Iron isotopes trace primordial magma ocean cumulates melting in Earth’s upper mantle
"The differentiation of Earth ~4.5 billion years (Ga) ago is believed to have culminated in magma ocean crystallization, crystal-liquid separation, and the formation of mineralogically distinct mantle reservoirs. However, the magma ocean model remains difficult to validate because of the scarcity of geochemical tracers of lower mantle mineralogy. The Fe isotope compositions (δ57Fe) of ancient mafic rocks can be used to reconstruct the mineralogy of their mantle source regions. We present Fe isotope data for 3.7-Ga metabasalts from the Isua Supracrustal Belt (Greenland). The δ57Fe signatures[...]"
Source: Science Advances
Authors: Helen M. Williams et al.
A benthic oxygen oasis in the early Neoproterozoic ocean
"Benthic oxygen oases linked to photosynthetic mats have been reported in modern anoxic aquatic systems. Benthic macroalgal blooms were common in stratified, anoxic Neoproterozoic oceans, leading us to hypothesize the existence of benthic oxygen oases at that time. This hypothesis has significant implications regarding the bioavailability of transition metals (e.g., Cu, Zn, Ni, Mo, V) and the distribution of aerobic eukaryotes in these oceans. However, little research has been directed toward testing the benthic oxygen[...]"
Source: Science Direct
Authors:Haiyang Wang et al.
Regional patterns and temporal evolution of ocean iron fertilization and CO2 drawdown during the last glacial termination
"The last time Earth's climate experienced geologically rapid global warming was associated with the last glacial termination, when atmospheric CO2 concentrations rose from 180 ppmv during the Last Glacial Maximum (LGM, 26-19 kaBP) to ∼260 ppmv by the early Holocene (12-8 kaBP). About one quarter of that difference is thought to be due to a stronger biological pump during glacial times, driven by increased aeolian dust deposition and hence greater iron availability in[...]"
Source: Science Direct
Authors: Fabrice Lambert et al.
Seeding oceans with iron may not impact climate change
"Study finds Earth's oceans contain just the right amount of iron; adding more may not improve their ability to absorb carbon dioxide
Historically, the oceans have done much of the planet's heavy lifting when it comes to sequestering carbon dioxide from the atmosphere. Microscopic organisms known collectively as phytoplankton, which grow throughout the sunlit surface oceans and absorb carbon dioxide through photosynthesis, are a key player.
To help stem escalating carbon dioxide emissions produced by the burning of fossil fuels, some scientists have proposed seeding the oceans with iron -- an essential ingredient that can stimulate phytoplankton growth. Such "iron fertilization" would cultivate vast new fields of phytoplankton, particularly in areas normally bereft of marine life. [...]"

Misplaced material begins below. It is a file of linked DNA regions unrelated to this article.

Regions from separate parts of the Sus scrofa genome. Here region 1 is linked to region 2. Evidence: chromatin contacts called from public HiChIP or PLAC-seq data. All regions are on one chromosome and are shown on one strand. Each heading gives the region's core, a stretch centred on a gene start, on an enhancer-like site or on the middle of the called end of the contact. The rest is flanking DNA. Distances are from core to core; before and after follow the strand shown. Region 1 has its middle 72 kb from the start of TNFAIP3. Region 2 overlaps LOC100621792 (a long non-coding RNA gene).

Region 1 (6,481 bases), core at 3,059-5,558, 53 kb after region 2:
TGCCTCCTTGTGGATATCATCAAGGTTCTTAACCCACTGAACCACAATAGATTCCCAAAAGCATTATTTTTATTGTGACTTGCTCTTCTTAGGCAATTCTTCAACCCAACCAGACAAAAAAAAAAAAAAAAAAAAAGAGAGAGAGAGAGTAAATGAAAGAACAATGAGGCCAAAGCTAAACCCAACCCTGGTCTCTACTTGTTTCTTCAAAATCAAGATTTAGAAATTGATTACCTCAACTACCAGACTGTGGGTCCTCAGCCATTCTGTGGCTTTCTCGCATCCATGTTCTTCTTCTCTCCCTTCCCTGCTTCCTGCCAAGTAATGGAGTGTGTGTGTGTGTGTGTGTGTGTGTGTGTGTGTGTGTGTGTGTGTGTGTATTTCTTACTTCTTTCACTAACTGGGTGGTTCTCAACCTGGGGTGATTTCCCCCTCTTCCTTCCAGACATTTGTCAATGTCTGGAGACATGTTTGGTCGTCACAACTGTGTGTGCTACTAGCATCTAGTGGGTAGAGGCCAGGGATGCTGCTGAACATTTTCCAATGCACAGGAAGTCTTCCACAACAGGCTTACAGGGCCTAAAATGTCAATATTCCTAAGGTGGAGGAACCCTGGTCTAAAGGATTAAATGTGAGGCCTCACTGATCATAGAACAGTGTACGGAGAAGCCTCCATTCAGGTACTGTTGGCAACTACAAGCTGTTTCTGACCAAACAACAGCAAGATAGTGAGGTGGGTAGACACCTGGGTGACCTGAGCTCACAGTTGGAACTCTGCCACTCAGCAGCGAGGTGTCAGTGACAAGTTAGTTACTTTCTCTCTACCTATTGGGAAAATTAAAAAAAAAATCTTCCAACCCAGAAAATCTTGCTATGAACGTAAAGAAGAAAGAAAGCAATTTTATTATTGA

Distribution of iron in the Western Indian Ocean and the Eastern tropical South pacific: An inter-basin comparison
"The Western Indian Ocean (WIO) and Eastern Tropical South Pacific (ETSP) are distinctly different regimes, yet they share several important features. These include a strong upwelling system, a large oxygen minimum zone (OMZ) with active denitrification, a spreading center with extensive hydrothermal activity, and a vast oligotrophic upper water column. Here, we show that the distribution and geochemistry of iron shows remarkable similarities as well. [...]"
Source: Chemical Geology
Authors: James W. Moffett and Christopher R. German
Processes affecting dissolved iron across the Subtropical North Atlantic: a model study
"Trace metal measurements in recent years have revealed a complex distribution of dissolved iron (dFe) in the ocean that models still struggle to reproduce. The GEOTRACES section GA03 across the subtropical North Atlantic was chosen to study the driving processes involved in the Fe cycle in the region. [...]"
Source: Ocean Dynamics
Authors: Anna Pagnone et al.
H2S events in the Peruvian oxygen minimum zone facilitate enhanced dissolved Fe concentrations
"Dissolved iron (DFe) concentrations in oxygen minimum zones (OMZs) of Eastern Boundary Upwelling Systems are enhanced as a result of high supply rates from anoxic sediments. However, pronounced variations in DFe concentrations in anoxic coastal waters of the Peruvian OMZ indicate that there are factors in addition to dissolved oxygen concentrations (O2) that control Fe cycling. [...]"
Source: Scientific Reports
Authors: Christian Schlosser et al.
Iron is an essential fuel for life in the oceans. The influence of this element on biogeochemistry — and nitrogen cycling in particular — varies across environments and time.